#Rieslingrising

We were entering uncharted territory; who can remember a comprehensive tasting of South African riesling – ever? Our goal was nothing less than Rieslings from every local producer (eventually for the sake of keeping the event to two days, Noble Late Harvests were left for lunch only)

Can riesling be so under-appreciated when we tracked down 36 current producers some making more than one?  A few others dabbled with the variety in the past.

Why Riesling? Daryl Balfour started the ball rolling when, sometime in spring 2020, he commented how Jessica Saurwein’s Chi Riesling excited him about South African rieslings’ development. When he’s not photographing wildlife, Daryl pursues his other passion, wine; no surprise his thoughts didn’t lie idle. As a fellow riesling enthusiast and based in the Cape rather than Nelspruit, my role was clearly practical.

Post-tasting discussion. Clockwise from Koen Roose standing, Penny Setti, Francois Haasbroek, me, Daryl Balfour, Wesley du Plessis, Ken Forrester, Norma Ratcliffe

Riesling has never received the respect it deserves here. Whenever it was introduced to these shores, and there’s as much debate over that as with many other varieties, by the 1940s Johann Graue was producing rieslings at Nederburg (see Phillida Brooke Simons’ Nederburg The First Two Hundred Years). Until 2010, riesling was obliged to take either Rhine or Weisser as a qualifier to differentiate it from Cape Riesling or, more correctly, Crouchen.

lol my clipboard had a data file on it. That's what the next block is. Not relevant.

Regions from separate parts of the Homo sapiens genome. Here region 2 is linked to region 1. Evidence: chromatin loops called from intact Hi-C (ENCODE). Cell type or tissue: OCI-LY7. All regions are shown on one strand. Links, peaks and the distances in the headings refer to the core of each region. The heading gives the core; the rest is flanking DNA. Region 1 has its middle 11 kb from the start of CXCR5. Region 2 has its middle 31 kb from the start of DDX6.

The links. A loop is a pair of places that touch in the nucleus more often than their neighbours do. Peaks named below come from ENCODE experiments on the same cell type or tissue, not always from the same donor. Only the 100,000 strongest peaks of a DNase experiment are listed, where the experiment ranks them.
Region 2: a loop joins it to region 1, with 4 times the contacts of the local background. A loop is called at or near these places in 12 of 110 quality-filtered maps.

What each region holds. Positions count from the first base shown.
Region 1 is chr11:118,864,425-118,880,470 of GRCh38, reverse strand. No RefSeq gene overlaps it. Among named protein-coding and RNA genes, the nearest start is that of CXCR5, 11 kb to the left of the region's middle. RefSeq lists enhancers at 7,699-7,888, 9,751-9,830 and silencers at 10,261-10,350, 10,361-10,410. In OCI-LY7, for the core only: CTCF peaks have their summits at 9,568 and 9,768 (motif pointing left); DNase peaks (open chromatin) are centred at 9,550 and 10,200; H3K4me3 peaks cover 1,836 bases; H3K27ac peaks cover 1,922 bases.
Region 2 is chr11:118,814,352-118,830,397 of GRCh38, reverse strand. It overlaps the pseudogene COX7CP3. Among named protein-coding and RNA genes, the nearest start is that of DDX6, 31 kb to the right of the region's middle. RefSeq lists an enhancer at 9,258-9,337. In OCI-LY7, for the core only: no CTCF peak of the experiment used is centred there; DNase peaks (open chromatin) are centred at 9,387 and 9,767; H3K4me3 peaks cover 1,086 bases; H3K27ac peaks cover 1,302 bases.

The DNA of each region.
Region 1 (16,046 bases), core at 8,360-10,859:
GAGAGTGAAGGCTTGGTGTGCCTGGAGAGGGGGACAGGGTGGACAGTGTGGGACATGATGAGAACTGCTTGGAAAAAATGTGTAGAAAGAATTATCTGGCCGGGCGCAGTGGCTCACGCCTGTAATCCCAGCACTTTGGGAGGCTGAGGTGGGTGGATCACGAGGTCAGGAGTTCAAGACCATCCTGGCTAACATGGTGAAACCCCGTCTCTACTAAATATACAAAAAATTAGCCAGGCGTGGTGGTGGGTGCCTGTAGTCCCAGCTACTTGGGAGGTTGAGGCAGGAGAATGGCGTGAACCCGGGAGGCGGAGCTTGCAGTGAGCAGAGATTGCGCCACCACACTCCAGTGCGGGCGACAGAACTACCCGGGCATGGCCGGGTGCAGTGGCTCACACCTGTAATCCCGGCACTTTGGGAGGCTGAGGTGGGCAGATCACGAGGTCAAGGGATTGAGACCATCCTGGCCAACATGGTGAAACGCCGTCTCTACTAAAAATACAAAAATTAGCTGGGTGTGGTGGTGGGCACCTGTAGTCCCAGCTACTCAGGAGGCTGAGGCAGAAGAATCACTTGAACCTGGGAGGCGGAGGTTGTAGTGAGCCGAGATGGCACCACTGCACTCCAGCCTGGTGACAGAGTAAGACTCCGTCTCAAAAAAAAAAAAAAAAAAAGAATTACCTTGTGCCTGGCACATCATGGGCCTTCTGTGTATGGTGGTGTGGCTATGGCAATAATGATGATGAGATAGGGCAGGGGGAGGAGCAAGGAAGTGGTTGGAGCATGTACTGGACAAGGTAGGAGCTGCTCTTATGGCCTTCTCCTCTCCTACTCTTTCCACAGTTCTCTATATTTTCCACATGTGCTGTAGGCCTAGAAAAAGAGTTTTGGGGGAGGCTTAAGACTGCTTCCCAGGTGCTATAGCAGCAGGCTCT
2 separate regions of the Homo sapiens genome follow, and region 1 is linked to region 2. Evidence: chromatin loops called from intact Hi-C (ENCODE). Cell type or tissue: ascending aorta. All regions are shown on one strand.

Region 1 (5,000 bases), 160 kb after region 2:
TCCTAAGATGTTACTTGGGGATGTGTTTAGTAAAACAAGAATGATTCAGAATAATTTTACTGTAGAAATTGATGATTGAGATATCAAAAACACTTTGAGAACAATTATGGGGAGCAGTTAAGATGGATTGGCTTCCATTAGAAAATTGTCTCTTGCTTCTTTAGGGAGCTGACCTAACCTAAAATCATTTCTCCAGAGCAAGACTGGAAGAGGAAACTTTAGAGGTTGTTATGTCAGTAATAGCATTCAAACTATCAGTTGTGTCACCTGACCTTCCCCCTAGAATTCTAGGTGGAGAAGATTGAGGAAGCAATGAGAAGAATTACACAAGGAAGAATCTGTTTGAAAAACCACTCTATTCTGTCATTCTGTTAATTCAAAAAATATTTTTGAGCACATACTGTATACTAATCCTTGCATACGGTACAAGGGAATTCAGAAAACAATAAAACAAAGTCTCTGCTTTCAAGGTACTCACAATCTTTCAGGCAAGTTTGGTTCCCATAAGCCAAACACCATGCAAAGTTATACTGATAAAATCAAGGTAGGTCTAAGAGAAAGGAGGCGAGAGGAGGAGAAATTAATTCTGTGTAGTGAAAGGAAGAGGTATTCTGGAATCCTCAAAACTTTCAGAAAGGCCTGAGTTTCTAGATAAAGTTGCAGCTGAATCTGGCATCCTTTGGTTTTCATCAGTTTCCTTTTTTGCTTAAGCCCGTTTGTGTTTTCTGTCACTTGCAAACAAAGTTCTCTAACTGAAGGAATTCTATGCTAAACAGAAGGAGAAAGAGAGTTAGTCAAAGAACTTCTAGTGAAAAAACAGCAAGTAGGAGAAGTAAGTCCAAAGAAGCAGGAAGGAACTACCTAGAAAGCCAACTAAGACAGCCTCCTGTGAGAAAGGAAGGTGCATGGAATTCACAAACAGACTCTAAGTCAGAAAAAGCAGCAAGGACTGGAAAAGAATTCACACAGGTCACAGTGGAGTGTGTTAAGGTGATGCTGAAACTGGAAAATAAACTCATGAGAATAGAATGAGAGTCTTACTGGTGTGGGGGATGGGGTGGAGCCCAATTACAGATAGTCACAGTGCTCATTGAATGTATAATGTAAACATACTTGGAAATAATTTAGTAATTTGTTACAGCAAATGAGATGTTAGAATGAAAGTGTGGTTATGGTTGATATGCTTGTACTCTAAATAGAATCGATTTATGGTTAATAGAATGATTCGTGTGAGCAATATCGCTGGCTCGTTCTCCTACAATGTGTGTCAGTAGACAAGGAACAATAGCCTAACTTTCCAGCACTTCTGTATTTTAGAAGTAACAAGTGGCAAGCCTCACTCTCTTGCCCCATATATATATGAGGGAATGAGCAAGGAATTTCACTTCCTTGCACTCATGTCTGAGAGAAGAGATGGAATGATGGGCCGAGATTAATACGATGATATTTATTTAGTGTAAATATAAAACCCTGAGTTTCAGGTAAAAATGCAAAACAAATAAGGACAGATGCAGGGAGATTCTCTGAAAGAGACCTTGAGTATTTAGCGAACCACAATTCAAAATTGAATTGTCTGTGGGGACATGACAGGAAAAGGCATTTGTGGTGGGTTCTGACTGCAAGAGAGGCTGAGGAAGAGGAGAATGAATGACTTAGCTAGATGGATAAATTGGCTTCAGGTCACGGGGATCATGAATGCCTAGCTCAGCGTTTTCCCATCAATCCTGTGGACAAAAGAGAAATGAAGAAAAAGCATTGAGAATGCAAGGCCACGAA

The 2000s began South Africa’s modern golden age; the youngsters, carrying no baggage of the past, were busy creating wines according to their own styles and standards. Serious producers of riesling wanted that rightful name returned. Paul Cluver and Gary Jordan of the eponymous wineries as well as Lowell Jooste, then owner of Klein Constantia, lobbied the authorities for change with support from other riesling fans. Their lobbying paid off: from 2010 vintage, riesling has been allowed; Cape riesling has had to take its proper name, crouchen.

This acknowledgement of riesling stimulated renewed interest in quality; quantity will always remain niche. Riesling currently covers 126 hectares, just .14% of our 92 000 ha under vine; a tiny area that is widely, if thinly, spread over the winelands from Outeniqua to Breedekloof. Its heartland lies in Elgin, a seemingly natural home for the 26.5 ha, as we discovered at #rieslingrising, the event that culminated in Daryl’s musing on Jessica’s Chi Riesling.

Thanks to Ken Forrester, 18 riesling enthusiasts assembled at 96 Winery Road on 21st and 22nd May (most attended both days) to taste and discuss riesling in South Africa.

Some rieslings on #rieslingrising tasting

For context but not comparison, four international rieslings introduced the event (the full list with flights from both days is included at the end); the Trimbach and J J Prum especially underlined ageability as an important quality factor. Tension and tautness, like the tightest wire on the piano, are part of ageability; think low pH, high acid and balanced residual sugar. ‘Don’t taste analysis’, I requested before the tasting; often a wine technically off-dry tastes drier thanks to that core tension.